My latest choice was a good one, too. Not to serious, but a great take on the detective novel.
The Last Policeman by Ben H. Winters
Detective stories are not usually my thing. I like them; I mean, sure. I was into The Big Sleep when I had to read it in college. And I had my round of addiction to cat mysteries from about age 11 to 14. But it's been a while since I indulged (it does feel like indulging, doesn't it?) in a good commercial mystery novel. What I don't always like about these kind of stories anymore is that they sometimes feel too rote, like I've already read them before I've ever cracked the cover. Nancy Drew and Scooby Doo were cool, but each always came with predictable structure, characters, and resolution. Ben Winters' The Last Policeman, though, is a new take on the crime-solving detective novel.
The basic premise of the book is simple: an asteroid, kilometers wide, is headed toward Earth. It's going to make impact within months. And Detective Hank Palace is solving a murder while the world prepares for a cataclysmic event. It's pre-apocalyptic.
This is the kind of story I read, and then I promptly kick myself for not thinking of a premise like that first. The constant, hovering threat of the asteroid's certain impact is enough to change the world of the novel just enough to make everything feel different. It's modern day, but it's modern day with enough of a twist that people don't act like we would expect them to. Doctors and law enforcement officers have abandoned their jobs to go pursue their dreams in what they think might be their final days. Routine investigation is incredibly difficult. Much of the infrastructure of modern living has started to fall apart. Givens like cell phone or internet coverage just aren't givens anymore. That constant, external pressure from the threatening asteroid also allows Winters to show his characters' true colors quite nicely.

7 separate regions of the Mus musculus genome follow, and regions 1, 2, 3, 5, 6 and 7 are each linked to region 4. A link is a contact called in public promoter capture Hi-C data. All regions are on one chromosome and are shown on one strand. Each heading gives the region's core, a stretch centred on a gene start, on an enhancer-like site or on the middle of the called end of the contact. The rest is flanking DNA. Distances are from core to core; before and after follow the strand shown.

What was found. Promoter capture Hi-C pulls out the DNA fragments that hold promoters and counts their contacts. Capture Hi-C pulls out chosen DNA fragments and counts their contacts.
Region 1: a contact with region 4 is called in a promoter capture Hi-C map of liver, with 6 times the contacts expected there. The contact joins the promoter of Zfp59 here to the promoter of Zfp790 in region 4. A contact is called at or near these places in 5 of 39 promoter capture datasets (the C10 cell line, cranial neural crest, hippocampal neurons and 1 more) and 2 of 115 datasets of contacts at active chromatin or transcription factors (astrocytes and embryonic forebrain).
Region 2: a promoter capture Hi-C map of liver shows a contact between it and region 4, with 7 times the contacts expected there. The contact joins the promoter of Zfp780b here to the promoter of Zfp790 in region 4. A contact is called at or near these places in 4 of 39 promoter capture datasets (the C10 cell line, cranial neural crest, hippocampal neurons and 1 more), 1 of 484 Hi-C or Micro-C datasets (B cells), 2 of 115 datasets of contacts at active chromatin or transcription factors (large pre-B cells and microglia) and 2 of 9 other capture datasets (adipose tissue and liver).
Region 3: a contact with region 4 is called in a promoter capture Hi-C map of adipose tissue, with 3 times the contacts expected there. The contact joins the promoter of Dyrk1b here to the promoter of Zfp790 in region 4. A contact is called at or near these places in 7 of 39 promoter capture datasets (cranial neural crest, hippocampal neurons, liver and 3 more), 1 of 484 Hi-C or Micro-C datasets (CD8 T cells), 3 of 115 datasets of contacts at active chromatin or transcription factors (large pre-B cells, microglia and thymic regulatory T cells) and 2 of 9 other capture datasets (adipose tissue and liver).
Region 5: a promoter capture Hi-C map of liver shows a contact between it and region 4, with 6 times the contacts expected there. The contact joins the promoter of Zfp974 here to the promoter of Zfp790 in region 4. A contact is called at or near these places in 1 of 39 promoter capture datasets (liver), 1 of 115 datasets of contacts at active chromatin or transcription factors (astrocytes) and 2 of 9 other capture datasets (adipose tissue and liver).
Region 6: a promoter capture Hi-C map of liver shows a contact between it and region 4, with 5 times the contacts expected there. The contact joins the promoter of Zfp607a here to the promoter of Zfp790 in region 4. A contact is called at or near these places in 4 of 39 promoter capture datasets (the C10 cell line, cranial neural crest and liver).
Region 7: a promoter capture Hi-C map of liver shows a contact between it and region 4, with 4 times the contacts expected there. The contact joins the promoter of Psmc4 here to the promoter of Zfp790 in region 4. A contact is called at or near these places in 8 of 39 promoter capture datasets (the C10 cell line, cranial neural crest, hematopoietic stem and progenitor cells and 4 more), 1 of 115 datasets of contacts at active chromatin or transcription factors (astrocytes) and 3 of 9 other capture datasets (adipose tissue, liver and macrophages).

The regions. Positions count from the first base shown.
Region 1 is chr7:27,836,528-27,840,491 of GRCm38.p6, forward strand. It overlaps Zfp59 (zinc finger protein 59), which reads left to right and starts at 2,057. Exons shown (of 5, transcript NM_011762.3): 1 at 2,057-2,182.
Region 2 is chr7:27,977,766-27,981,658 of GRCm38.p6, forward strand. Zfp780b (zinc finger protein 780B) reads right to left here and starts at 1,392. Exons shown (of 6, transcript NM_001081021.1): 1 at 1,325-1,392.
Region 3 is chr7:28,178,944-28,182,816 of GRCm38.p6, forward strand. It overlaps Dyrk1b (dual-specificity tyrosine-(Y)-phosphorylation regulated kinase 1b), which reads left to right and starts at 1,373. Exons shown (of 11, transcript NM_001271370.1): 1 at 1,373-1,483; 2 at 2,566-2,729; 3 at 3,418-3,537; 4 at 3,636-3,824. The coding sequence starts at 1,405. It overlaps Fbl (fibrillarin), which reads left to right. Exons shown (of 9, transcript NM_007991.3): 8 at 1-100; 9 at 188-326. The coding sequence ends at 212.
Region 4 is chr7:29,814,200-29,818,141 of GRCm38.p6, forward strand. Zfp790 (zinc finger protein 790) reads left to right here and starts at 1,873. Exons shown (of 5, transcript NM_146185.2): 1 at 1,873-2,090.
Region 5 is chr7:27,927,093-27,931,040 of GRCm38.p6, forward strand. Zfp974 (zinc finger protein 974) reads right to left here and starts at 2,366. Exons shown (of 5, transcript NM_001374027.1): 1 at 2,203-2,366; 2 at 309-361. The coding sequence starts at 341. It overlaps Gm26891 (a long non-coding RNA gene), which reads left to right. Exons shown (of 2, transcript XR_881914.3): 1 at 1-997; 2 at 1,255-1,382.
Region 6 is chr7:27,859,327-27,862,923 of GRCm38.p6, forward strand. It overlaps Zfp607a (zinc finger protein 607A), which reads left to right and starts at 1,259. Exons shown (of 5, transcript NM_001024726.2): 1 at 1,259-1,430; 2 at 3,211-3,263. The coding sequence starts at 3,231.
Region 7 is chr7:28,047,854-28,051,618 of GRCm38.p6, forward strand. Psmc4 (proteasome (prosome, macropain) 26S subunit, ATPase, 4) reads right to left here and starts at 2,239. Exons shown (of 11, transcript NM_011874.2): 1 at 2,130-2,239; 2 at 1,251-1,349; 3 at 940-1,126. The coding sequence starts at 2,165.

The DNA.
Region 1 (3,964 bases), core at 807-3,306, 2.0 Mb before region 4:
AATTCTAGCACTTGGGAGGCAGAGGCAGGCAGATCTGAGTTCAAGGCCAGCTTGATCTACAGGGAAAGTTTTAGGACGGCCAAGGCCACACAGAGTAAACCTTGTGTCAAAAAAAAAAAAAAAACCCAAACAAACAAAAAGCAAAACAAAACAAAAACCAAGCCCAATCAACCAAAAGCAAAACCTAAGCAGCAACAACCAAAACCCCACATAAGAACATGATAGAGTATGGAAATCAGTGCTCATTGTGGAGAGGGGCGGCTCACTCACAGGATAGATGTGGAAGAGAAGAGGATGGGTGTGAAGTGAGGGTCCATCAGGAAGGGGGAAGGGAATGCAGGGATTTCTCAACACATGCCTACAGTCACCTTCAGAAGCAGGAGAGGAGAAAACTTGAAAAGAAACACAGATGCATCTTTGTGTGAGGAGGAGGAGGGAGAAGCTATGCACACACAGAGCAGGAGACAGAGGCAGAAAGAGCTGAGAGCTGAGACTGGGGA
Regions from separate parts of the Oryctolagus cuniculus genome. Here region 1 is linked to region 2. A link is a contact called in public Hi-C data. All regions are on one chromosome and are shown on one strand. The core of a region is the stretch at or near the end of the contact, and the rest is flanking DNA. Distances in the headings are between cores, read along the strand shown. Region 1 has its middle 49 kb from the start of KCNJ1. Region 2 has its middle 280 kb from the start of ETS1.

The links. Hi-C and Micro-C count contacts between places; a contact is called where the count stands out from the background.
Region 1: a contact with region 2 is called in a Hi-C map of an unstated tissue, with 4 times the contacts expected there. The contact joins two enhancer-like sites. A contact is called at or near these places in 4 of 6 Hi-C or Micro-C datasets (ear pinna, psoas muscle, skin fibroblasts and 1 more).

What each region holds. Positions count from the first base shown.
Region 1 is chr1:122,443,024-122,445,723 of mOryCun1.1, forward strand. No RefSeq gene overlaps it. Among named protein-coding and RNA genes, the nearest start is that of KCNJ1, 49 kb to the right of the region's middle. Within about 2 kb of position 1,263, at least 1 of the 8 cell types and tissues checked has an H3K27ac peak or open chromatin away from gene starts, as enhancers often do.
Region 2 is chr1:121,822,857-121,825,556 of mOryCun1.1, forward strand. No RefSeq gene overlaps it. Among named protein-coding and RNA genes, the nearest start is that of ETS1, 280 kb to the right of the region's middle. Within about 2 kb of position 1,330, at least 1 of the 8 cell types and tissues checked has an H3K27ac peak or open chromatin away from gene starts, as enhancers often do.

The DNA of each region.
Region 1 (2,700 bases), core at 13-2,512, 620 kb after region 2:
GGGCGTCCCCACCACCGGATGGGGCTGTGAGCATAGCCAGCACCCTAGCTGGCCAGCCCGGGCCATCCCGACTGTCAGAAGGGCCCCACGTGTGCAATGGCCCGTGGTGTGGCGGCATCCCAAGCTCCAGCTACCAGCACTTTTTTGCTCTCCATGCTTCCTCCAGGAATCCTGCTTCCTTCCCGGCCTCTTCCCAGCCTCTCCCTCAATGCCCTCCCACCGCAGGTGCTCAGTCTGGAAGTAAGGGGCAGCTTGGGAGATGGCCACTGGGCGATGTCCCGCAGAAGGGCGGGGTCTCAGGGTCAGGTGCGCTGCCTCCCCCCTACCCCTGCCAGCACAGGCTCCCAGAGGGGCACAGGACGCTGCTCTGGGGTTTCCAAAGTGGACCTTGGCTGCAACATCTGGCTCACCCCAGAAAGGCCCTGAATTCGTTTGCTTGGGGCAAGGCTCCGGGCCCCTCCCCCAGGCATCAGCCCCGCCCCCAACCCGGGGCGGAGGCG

In Hank Palace's world, suicides are no longer routinely investigated. There are just too many. But he finds a man hanging in a McDonald's bathroom and something doesn't seem right; he decides he has to investigate, and that staging a suicide in a dying world is the perfect cover for murder.
Yes, there were parts of this book that were predictable, but I enjoyed it more than I expected to. It held my attention all the way though and it felt well-paced. The tropes I've come to expect in this type of book were there, but under this unique premise they seemed to have a little more life. The Last Policeman is the first of a trilogy, and I think I'll enjoy reading the next two to see where they go.
My recommendation: Yes! Read this. It'd make a great vacation read.